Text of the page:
[Ip-health] Sarah Boseley's Global Health Blog in The Guardian: Better funding call for vital drug approval programme

Thiru Balasubramaniam thiru at keionline.org
Thu Jan 16 01:45:53 PST 2014


Better funding call for vital drug approval programme

Without the prequalification programme of the World Health Organisation,
Africa could have bad drugs or no drugs for HIV and TB, but this vital
service for assessing medicine quality needs secure funds for the future,
say experts

Aids drugs arrived in Africa, in spite of the sceptics. They came at a
price that the international donors felt they could pay and have saved
hundreds of thousands of lives. But had it not been for a small and
normally unlauded unit of the World Health Organisation, the huge effort
and large sums of money could have been wasted.

The prequalification of medicines programme (PQP) of the WHO, launched in
2001, was set up to assess the quality of the generic medicines for HIV and
other diseases made by companies in India, China and elsewhere. These were
affordable versions of the big brand drugs. Aids drugs that cost $10,000 a
year per person could and were manufactured eventually for $100. But it is
no good having the drugs if they don't work. In infectious diseases, it is
worse than no good. Poor quality drugs can allow bacteria, viruses or
parasites to develop resistance and that can undermine the efficacy of the
high-quality medicine.

The PQP has been a fantastic success story, giving a stamp of approval to
good quality generics and allowing the governments of developing countries
to buy effective versions of essential drugs they can afford. But, say four
respected experts in the Journal of Public Health Policy, the programme is
endangered by its insecure funding. It lurches from one grant to another.
Two organisations keep it going - UNITAID and the Bill and Melinda Gates
Foundation. The experts argue that a unit as important to public health as
the PQP should not be dependent on just two sources of funds.

The article is written by Ellen 't Hoen, a regular consultant to the WHO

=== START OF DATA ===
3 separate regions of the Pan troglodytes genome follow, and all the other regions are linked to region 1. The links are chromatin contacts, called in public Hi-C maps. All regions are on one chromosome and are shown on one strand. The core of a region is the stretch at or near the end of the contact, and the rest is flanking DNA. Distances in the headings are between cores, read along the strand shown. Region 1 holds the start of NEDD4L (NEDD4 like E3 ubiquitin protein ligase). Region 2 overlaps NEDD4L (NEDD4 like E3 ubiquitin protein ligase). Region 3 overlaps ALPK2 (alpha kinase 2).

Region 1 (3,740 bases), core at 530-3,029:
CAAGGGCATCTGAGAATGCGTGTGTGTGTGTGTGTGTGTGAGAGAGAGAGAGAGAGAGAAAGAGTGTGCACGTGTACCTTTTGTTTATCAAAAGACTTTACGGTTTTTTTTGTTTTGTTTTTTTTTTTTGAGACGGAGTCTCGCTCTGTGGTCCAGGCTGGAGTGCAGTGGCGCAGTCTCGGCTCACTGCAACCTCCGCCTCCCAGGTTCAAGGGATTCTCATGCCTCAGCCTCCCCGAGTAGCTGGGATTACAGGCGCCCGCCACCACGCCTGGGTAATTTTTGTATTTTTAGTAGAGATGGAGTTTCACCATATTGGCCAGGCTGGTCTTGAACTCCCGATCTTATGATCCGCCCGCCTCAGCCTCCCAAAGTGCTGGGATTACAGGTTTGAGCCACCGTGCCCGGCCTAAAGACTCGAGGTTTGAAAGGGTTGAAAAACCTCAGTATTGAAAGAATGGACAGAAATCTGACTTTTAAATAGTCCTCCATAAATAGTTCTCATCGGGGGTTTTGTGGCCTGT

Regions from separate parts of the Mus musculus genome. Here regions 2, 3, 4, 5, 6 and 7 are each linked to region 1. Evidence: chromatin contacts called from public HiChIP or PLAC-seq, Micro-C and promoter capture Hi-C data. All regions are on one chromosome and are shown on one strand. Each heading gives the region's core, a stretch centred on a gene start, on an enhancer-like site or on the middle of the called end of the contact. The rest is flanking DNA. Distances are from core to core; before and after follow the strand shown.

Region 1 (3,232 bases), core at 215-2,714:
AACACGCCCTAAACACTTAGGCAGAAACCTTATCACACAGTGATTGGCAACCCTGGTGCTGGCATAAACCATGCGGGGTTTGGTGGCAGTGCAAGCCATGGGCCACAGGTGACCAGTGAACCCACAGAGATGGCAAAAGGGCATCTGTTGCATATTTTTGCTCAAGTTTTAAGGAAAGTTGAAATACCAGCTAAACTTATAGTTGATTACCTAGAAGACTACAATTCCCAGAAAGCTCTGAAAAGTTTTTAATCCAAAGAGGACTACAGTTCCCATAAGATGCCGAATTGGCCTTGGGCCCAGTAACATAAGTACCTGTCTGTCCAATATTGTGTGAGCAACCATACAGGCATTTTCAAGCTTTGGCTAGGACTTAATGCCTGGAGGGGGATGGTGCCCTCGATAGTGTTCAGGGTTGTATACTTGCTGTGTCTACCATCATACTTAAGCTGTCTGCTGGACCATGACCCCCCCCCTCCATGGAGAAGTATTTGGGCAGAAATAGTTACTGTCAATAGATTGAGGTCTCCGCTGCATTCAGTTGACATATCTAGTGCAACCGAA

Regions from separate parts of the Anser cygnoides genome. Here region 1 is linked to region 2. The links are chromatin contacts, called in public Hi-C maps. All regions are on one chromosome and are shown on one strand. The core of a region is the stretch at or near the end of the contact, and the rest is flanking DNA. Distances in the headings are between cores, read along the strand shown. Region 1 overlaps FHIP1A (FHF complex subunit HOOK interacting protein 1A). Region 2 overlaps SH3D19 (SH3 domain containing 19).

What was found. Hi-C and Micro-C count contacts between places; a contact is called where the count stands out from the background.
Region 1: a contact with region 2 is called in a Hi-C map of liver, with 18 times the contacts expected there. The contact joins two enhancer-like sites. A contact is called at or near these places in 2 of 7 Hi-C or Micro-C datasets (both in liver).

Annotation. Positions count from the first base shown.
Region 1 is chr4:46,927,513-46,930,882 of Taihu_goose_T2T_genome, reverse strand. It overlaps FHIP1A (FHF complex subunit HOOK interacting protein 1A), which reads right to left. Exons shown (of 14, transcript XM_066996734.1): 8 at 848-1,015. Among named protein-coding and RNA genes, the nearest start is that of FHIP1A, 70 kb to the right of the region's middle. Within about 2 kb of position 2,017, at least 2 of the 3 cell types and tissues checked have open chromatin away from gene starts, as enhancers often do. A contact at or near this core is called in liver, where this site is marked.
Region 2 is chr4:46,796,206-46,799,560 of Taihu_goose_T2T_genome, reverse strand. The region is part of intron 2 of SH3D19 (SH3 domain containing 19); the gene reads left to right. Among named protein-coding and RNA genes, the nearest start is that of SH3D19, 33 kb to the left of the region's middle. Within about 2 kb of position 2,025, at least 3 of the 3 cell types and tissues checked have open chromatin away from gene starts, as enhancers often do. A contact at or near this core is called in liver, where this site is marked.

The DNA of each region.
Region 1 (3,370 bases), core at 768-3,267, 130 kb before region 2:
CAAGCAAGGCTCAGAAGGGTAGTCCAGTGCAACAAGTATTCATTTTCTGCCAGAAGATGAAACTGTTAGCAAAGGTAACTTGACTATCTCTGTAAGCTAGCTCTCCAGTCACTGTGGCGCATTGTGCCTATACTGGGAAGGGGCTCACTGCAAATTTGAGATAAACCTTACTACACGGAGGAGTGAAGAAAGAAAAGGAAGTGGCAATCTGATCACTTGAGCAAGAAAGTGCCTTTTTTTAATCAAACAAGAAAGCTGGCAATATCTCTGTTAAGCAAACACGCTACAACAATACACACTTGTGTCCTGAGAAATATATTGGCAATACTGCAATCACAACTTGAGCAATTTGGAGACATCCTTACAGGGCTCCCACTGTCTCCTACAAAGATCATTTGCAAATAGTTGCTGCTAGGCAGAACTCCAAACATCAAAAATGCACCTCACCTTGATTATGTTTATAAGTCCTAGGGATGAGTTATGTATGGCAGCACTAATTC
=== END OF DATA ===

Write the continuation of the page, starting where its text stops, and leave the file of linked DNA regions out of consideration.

medicines programme and former director of the Medicines Patent Pool, Hans
Hogerzeil, Professor of Global Health at Groningen University in the
Netherlands, Jonathan Quick, former director of the Essential Medicines
programme at WHO, of which the PQP is part, and Hiiti Sillo, director
general of the Tanzania Food and Drugs Authority. They have all been deeply
involved in issues around the supply of good quality drugs to low income

The PQP is not in danger at the current moment, 't Hoen told me when I
spoke to her. Things were looking rocky towards the end of last year, until
UNITAID's December board meeting, which granted it funding for three years.
But their point, she said, is that such a valuable resource ought not to be
worrying about where the next dollars are coming from.

"It came very close. When we sent the article [for publication], they were
out of money and did not know whether UNITAID was going to renew."

Having more donors would mean they could expand their activities beyond the
immediate preoccupations of their current donors, 't Hoen said, to include,
for instance, cancer drugs and hepatitis C treatment.  The PQP saves huge
amounts of money for donor governments and others by ensuring they spend
their money safely and wisely, argues the article:

"The WHO PQP has become a global public good that has helped save millions
of lives. Most international organizations and many governments that
procure and supply medicines depend on the WHO PQP. Yet very few choose to
contribute financially to its work. The Global Fund spends around $610
million per year on medicines and other pharmaceutical products... PEPFAR
spent $1.2 billion on medicines procurement over 5 years. The $15 million
annual budget for the WHO PQP represents less than 2 per cent of the annual
amount spent on medicines by these two organizations alone. Reliance on two
donors is risky. It is time a consortium of public and private global
health donors create a sustainable funding base. WHO PQP is essential to
assure their products' quality. It is the strongest mechanism currently in
place to create sustainable regulatory systems in low- and middle-income
countries. This alone justifies investment in WHO PQP."

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